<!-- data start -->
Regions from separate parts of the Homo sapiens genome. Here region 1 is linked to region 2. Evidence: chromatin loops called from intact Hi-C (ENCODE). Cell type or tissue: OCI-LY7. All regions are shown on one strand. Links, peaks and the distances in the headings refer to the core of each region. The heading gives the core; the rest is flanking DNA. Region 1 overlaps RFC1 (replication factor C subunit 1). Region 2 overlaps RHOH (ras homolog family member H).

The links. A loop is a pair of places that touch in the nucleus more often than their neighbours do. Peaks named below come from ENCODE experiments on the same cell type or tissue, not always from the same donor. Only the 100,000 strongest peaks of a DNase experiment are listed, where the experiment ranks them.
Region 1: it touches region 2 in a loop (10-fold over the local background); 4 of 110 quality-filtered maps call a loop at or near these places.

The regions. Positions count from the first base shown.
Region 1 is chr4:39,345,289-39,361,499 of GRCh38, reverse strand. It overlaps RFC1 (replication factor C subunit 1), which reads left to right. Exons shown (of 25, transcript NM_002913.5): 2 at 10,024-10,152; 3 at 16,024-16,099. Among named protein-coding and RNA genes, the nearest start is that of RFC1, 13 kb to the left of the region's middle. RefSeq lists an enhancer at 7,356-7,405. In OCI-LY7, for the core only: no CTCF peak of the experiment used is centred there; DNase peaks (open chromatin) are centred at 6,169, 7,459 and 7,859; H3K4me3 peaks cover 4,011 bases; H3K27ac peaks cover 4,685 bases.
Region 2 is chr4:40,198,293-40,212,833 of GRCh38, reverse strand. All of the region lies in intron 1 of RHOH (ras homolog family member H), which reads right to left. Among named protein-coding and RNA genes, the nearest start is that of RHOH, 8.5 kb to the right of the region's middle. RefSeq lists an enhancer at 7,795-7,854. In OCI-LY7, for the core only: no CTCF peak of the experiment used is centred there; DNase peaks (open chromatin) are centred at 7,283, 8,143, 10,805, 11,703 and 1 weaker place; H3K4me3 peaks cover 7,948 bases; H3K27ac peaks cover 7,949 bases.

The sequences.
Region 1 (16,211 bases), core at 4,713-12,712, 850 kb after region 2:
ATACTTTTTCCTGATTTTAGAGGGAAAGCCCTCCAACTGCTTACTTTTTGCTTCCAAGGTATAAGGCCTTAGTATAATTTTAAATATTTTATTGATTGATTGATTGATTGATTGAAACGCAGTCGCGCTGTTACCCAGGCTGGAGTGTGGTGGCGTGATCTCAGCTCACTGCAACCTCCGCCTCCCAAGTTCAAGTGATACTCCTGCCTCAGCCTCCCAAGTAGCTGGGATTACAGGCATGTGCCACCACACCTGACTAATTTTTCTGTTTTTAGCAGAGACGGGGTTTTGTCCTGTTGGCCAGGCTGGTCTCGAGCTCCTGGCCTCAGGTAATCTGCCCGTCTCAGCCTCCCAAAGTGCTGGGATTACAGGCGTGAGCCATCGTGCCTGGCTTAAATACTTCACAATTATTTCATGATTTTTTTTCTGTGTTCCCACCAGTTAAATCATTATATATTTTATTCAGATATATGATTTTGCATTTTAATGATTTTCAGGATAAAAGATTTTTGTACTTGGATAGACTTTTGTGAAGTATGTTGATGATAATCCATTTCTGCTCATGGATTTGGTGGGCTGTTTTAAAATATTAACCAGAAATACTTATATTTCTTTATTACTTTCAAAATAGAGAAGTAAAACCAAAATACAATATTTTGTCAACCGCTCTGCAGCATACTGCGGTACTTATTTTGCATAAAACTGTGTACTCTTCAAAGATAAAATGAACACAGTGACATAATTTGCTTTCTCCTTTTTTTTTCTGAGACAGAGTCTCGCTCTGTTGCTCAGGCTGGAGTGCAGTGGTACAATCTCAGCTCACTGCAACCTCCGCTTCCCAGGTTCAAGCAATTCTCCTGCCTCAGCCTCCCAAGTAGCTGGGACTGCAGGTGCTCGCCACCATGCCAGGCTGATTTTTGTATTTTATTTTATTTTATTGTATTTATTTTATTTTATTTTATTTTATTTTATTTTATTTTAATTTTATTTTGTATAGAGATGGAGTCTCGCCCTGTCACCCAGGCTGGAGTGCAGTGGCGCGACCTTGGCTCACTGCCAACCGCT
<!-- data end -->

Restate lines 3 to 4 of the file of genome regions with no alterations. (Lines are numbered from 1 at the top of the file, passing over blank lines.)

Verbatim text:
Region 1: it touches region 2 in a loop (10-fold over the local background); 4 of 110 quality-filtered maps call a loop at or near these places.

The regions. Positions count from the first base shown.